A twenty pence per litre duty on sugary drinks would expect to raise between £300m to £1 billion in its first year.[i]
We propose that revenues earmarked from a sugary drink duty pay for programmes to improve children's health and protect the environment they grow up in. We have launched a Children’s Health Fund, to trial this idea through a levy on soft drinks in participating restaurants.
The ‘earmarking’ of taxes is a premise that is gaining support even under the current government, with a re-calibrated Vehicle Excise Duty (or ‘road tax’) to be put exclusively into a new Roads Fund from 2020. Keeping the money raised from a sugary drinks duty within the Treasury could mean it was spent on big ticket, evidence-based interventions such as extending the eligibility of free school meals, subsidising fruit and vegetable provision, or boosting Healthy Start programmes. However, if it was put into a hived off pot, managed akin to the Big Lottery Funds, there would be both more security that the money would be used for the purposes raised, and flexibility over local needs.
Either way, the money for innovative public health interventions would be timely given public health budgets are being cut by £200 million in 2015, which equates to a 6.2% reduction in each local authority’s allocation.[ii]
Sustain are piloting a smaller scale version of the Children’s Health Fund, partnering with Jamie Oliver’s restaurant group, Leon and hopefully other restaurants. By putting a 10p levy on soft drinks with added sugar on their menus, this concept can be tested to see how it affects customer purchasing habits. The customer payment will go into a Children’s Health Fund, which in the first instance will support programmes and schemes aimed at improving children’s health and food education.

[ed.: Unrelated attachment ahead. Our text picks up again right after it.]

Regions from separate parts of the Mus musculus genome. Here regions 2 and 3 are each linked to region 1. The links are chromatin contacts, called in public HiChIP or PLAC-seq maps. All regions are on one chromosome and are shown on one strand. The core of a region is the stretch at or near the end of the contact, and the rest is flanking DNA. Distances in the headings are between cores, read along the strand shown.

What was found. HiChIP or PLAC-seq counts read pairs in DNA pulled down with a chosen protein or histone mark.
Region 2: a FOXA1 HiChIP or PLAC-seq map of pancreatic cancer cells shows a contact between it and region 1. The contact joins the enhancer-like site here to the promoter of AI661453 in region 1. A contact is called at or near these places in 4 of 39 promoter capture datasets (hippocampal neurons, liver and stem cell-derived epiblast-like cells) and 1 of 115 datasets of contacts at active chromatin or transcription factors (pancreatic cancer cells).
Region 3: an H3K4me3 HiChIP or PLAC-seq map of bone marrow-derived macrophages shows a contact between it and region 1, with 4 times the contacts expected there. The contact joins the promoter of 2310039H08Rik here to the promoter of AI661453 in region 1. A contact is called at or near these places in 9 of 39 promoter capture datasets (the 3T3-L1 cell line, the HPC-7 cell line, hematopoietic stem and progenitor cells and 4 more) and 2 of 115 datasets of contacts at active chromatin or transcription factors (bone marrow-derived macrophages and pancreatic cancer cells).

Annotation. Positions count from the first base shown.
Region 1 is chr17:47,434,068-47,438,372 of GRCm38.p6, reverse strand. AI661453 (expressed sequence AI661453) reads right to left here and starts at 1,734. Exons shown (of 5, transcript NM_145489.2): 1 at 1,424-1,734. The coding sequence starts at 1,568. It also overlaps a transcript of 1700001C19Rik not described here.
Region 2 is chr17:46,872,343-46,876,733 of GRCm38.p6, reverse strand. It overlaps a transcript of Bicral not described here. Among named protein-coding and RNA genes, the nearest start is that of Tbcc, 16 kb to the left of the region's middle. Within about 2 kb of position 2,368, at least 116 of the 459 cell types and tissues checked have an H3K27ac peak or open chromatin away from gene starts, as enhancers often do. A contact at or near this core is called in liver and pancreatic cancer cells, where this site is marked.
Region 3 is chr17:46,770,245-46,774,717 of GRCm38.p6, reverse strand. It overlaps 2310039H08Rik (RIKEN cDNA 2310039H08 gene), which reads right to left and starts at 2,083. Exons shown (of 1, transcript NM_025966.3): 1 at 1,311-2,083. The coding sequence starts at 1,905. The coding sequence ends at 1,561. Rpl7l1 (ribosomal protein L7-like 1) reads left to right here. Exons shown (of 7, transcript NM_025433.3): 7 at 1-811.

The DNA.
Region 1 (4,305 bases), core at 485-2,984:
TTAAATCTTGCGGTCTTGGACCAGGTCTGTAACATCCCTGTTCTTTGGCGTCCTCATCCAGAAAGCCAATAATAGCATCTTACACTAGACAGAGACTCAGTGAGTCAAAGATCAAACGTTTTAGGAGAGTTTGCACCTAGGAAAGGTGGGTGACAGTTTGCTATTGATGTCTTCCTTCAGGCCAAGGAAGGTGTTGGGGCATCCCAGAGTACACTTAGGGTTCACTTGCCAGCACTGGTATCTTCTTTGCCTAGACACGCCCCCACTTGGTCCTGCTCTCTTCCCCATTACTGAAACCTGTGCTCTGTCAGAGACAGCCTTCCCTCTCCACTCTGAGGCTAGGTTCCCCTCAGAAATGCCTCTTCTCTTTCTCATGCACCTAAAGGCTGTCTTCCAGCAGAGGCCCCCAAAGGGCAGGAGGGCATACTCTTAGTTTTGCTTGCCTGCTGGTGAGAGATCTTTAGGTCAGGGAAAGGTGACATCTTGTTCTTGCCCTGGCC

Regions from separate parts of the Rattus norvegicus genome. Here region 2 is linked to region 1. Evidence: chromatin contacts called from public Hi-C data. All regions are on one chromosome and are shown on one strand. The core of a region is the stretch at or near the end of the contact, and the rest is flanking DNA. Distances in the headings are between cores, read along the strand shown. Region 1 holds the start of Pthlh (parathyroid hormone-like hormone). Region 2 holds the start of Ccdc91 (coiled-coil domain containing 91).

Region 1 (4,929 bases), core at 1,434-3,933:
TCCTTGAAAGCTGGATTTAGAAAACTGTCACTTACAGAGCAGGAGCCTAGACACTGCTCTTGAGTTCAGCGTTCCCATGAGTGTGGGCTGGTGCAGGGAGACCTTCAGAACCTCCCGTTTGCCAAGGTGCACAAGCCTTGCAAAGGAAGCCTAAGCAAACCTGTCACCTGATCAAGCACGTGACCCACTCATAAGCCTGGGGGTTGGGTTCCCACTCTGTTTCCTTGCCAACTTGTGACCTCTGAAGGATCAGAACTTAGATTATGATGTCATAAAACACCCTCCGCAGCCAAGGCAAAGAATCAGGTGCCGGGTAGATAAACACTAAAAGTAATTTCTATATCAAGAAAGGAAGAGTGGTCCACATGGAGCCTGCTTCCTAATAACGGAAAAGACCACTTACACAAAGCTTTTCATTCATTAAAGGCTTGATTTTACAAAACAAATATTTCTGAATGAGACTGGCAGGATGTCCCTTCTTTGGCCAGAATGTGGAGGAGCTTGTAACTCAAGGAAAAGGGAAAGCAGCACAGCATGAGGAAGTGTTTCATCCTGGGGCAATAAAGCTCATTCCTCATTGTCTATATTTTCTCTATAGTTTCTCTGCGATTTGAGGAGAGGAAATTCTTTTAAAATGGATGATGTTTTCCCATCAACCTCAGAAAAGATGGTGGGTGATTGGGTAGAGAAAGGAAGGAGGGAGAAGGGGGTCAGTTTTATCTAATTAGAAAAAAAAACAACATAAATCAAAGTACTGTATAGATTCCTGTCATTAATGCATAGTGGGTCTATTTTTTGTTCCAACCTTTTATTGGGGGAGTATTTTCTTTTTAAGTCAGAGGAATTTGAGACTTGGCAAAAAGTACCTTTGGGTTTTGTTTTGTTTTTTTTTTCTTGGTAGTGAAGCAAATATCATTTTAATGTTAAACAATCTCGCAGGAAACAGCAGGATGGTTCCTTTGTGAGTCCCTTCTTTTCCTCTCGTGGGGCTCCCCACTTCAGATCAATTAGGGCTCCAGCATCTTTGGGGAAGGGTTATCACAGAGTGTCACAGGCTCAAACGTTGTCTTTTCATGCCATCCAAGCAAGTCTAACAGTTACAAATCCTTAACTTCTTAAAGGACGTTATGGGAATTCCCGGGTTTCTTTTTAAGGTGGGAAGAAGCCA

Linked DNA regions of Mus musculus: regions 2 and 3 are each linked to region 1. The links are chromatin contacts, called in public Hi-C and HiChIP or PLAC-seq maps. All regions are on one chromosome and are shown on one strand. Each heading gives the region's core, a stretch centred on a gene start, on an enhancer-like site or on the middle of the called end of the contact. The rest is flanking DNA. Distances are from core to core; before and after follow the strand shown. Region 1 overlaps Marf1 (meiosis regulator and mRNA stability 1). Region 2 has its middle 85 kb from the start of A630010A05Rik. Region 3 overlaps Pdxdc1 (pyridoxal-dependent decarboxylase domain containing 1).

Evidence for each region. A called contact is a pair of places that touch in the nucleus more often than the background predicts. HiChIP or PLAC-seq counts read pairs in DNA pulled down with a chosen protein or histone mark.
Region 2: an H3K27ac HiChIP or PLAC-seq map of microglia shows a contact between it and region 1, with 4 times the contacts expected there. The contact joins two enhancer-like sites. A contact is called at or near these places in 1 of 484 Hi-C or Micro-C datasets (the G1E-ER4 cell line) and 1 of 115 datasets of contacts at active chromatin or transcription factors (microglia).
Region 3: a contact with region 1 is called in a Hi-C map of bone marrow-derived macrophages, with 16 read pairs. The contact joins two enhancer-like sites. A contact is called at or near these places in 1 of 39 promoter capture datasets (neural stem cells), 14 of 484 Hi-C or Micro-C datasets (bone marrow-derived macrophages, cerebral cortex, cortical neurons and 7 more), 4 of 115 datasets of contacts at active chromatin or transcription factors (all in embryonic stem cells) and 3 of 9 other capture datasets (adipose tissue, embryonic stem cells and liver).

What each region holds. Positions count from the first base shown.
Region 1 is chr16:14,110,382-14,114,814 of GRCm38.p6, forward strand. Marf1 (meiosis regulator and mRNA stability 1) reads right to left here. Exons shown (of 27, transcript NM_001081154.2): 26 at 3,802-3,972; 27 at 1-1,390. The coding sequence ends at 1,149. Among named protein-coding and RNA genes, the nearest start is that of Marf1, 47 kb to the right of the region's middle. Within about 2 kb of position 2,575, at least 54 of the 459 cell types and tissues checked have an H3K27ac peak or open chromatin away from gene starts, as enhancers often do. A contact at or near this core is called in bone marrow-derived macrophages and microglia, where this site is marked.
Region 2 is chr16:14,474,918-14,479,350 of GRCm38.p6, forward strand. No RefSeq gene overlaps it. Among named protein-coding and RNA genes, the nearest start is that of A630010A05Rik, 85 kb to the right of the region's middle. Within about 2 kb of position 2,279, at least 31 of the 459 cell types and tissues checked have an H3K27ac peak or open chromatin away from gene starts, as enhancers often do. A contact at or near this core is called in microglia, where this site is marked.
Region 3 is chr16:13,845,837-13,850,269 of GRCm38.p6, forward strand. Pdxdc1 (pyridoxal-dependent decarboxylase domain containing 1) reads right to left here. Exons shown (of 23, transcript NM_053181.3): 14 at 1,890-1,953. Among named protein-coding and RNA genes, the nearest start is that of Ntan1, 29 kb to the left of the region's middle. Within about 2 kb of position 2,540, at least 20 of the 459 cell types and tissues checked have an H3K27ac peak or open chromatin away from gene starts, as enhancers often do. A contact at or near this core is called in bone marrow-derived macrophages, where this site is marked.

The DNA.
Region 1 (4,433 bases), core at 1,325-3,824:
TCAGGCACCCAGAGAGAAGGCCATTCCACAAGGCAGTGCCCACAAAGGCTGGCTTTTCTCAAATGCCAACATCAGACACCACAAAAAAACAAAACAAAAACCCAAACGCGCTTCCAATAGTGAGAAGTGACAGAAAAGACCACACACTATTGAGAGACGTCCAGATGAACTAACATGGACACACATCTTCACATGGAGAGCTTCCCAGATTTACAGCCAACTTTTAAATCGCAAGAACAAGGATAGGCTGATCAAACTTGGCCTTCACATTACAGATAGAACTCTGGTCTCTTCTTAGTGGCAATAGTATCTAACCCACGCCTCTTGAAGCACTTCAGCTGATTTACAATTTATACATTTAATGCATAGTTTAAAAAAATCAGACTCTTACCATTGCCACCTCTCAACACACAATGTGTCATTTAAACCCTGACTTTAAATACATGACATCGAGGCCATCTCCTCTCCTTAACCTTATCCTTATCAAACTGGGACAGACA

[i] Estimates for income raised vary depending on modelling parameters, especially whether using manufacturers’ sales data or self-reported consumption data to assess consumption levels.
[ii] Department of Health, Local authority public health allocations 2015/16: in-year savings: a consultation (July 2015) https://www.gov.uk/government/uploads/system/uploads/attachment_data/file/450508/Cons_doc_HA_version.pdf
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